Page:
LJWorld.com weblogs Tale of the Tait
Spring football set to start Friday: Here's a quick guide on what to watch
It’s back. Friday marks the beginning of spring football at Kansas University.
Though the story lines surrounding the unofficial beginning of head coach Turner Gill’s second season in charge of the Jayhawks likely won’t excite KU fans the same way a Final Four preview or more talk about the Morris twins would, there’s still plenty to talk about around the KU football program.
Gill spent most of last season — in which the Jayhawks finished 3-9 — adjusting to his new surroundings, learning what he had at his disposal and finding ways to put in the values and philosophies he wants to run. It wasn’t always fun to watch and it rarely looked like the type of system that could work.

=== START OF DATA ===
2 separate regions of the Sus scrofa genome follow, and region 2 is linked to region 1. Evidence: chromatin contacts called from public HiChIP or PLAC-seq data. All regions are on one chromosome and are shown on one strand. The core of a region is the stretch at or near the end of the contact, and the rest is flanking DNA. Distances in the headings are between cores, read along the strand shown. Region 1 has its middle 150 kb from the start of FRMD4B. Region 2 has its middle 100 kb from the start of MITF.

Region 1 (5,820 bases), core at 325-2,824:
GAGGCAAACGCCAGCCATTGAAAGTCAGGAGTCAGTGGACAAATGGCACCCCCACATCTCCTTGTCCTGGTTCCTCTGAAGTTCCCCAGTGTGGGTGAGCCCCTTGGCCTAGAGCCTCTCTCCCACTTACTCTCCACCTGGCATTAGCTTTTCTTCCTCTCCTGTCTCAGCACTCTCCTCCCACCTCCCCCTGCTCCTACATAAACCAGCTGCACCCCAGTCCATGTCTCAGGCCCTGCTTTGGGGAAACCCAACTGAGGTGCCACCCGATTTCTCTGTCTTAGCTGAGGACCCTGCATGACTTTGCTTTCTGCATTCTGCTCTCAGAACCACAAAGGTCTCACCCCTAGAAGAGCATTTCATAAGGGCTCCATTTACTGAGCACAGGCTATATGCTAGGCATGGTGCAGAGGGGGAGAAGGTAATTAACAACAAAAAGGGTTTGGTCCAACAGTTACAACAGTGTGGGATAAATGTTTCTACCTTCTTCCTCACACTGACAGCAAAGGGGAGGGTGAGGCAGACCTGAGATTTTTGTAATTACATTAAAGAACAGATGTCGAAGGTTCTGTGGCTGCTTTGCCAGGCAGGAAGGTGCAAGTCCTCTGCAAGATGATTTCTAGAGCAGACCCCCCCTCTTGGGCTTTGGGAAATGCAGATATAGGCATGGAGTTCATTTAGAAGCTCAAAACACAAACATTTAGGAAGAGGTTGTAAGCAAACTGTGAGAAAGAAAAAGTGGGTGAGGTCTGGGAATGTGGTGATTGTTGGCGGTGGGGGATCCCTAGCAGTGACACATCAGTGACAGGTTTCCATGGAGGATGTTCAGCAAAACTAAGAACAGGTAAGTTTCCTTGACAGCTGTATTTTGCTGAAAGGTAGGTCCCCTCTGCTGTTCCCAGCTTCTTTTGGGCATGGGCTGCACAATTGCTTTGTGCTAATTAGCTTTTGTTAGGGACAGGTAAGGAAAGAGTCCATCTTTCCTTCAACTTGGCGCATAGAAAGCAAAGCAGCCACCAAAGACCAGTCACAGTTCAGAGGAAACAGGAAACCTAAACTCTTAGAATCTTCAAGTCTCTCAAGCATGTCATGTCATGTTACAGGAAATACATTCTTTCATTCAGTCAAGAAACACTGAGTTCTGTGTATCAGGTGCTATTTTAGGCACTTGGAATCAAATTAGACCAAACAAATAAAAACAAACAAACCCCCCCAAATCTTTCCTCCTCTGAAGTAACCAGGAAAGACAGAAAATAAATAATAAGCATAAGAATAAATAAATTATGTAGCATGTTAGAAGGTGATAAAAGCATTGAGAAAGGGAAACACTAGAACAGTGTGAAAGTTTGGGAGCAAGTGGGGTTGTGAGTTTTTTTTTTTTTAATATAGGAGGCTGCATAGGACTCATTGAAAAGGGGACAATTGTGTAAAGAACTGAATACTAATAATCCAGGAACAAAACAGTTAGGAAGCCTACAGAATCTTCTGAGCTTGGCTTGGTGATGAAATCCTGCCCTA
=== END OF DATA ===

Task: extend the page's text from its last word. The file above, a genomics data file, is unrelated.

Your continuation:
But things are different now. For starters, Gill’s ripping and roaring full-boar into his second year. No more tip-toeing around, no more vague answers about this unit or another, this player or that one. Gill knows what he’s dealing with now. The players know what they’re dealing with, too. Beyond that, things changed in the offseason, as well. Several returning players said KU’s offseason conditioning program was much more intense than anything they encountered last season. No longer were the coaches content with good work and great attitudes. Because everyone involved with the program was called to task for how poorly the team performed in 2010, egos were bruised, attitudes changed and everybody inside the walls at the Anderson Family Football Complex decided it was time to do something about it.